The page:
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Let's say files orig and copy are huge but identical files. In order to save storage space one could therefore either make copy a soft-link to orig or hard-link both files to the same data. orig must never be modified, while in the future copy may do so.

Can it be achieved that copy becomes a files of its own again the instance modifications are made to it, thus keeping orig unmodified at the expense of loosing the previously saved space again?

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The general scheme is called "copy on write". I am not aware of any file systems that do that, but it might help with searching. – dmckee Feb 11 '12 at 0:00
On Windows, "Single instance storage" is quite similar. (For Linux, btrfs comes to mind: cp --reflink.) – grawity Feb 11 '12 at 0:02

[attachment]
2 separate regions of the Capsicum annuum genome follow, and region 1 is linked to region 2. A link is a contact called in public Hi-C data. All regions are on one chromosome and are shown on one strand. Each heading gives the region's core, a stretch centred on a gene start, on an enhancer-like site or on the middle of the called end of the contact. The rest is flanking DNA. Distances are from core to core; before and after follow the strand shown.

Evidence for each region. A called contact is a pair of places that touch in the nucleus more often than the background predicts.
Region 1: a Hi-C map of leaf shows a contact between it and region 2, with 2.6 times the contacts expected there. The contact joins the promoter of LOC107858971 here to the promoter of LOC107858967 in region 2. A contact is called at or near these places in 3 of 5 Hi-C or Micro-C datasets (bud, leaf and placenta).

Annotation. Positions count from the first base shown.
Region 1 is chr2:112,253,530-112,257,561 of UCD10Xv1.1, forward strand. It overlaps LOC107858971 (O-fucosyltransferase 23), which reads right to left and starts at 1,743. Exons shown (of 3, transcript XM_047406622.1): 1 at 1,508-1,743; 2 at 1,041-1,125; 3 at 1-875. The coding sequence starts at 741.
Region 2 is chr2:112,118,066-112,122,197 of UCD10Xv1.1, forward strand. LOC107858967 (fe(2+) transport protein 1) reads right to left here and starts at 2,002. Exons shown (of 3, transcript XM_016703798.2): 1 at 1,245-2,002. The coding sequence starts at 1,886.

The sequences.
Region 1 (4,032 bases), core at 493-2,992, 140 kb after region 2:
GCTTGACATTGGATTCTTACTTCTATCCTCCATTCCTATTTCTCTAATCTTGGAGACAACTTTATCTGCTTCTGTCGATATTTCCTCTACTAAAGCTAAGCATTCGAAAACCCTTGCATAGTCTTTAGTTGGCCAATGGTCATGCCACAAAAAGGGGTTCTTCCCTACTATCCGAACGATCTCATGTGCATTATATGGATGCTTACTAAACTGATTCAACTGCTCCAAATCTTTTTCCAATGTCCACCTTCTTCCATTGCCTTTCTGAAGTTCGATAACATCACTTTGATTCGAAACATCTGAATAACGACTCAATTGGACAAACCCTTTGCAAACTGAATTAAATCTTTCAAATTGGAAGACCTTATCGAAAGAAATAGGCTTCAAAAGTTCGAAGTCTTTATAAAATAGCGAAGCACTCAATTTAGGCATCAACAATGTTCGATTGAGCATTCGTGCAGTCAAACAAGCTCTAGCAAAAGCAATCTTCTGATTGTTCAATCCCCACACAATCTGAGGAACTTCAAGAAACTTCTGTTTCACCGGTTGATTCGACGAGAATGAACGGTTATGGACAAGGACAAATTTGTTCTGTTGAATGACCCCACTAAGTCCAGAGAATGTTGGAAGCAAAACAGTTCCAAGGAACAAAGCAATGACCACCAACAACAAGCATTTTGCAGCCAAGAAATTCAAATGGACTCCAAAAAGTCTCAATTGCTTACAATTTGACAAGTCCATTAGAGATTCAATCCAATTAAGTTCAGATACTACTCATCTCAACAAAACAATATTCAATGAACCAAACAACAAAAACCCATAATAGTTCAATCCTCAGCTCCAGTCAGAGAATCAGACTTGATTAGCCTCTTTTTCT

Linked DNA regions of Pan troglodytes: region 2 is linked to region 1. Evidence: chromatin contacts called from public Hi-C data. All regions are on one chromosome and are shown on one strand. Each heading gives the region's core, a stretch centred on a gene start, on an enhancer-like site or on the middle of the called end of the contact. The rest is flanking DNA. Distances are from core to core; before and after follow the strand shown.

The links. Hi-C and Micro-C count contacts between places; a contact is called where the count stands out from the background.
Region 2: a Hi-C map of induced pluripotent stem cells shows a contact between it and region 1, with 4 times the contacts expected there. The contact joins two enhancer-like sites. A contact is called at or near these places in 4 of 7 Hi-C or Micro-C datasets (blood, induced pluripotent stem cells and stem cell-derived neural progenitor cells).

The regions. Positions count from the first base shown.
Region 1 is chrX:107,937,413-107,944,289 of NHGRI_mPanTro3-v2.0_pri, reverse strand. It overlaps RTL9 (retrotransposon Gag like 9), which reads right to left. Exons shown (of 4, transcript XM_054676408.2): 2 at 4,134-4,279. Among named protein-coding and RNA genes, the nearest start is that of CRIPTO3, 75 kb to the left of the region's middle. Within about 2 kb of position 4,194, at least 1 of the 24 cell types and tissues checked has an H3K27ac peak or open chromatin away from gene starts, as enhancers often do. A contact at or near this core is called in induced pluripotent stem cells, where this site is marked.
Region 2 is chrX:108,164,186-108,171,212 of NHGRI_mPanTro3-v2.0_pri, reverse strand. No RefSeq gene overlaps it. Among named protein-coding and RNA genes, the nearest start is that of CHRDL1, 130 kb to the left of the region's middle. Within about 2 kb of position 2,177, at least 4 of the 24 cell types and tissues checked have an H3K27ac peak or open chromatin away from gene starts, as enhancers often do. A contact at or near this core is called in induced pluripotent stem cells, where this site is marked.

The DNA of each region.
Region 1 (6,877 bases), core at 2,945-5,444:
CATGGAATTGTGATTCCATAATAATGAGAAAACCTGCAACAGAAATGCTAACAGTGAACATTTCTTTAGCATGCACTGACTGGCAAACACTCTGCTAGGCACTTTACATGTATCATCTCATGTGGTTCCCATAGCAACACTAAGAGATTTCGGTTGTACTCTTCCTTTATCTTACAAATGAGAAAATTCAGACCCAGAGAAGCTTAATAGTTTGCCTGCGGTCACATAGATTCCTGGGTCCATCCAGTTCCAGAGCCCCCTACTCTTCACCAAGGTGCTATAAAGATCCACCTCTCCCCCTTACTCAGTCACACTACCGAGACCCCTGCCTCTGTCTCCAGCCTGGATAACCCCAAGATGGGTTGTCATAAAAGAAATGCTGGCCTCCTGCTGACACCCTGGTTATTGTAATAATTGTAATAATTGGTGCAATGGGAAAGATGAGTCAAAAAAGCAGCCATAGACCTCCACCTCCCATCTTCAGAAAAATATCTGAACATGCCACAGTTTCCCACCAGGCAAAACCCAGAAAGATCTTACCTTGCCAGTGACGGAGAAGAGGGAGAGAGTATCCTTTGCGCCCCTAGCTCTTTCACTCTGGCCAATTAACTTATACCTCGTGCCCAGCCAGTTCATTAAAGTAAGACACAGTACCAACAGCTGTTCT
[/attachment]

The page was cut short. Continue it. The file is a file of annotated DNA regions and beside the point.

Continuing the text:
up vote 5 down vote accepted

Not with Windows as it normally works. You'd need something else to pull that particular stunt off.

If these files are being stored on a server, Windows Storage Server has a Single Instance Store feature that can give you something close to what you want.

OpenDedup is a cross platform file system implementation that does dedupe as well. You could run it on your desktop, if necessary.

There's also non-Windows server options as well. ZFS on Solaris and FreeBSD are particularly popular.

Finally, you can sometimes get lucky with just saving a file, but that depends on a particular application's save implementation.

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Some applications allow you to make a file a 'template'.

When you open that file it will create a new instance, with the content and formatting of the template.

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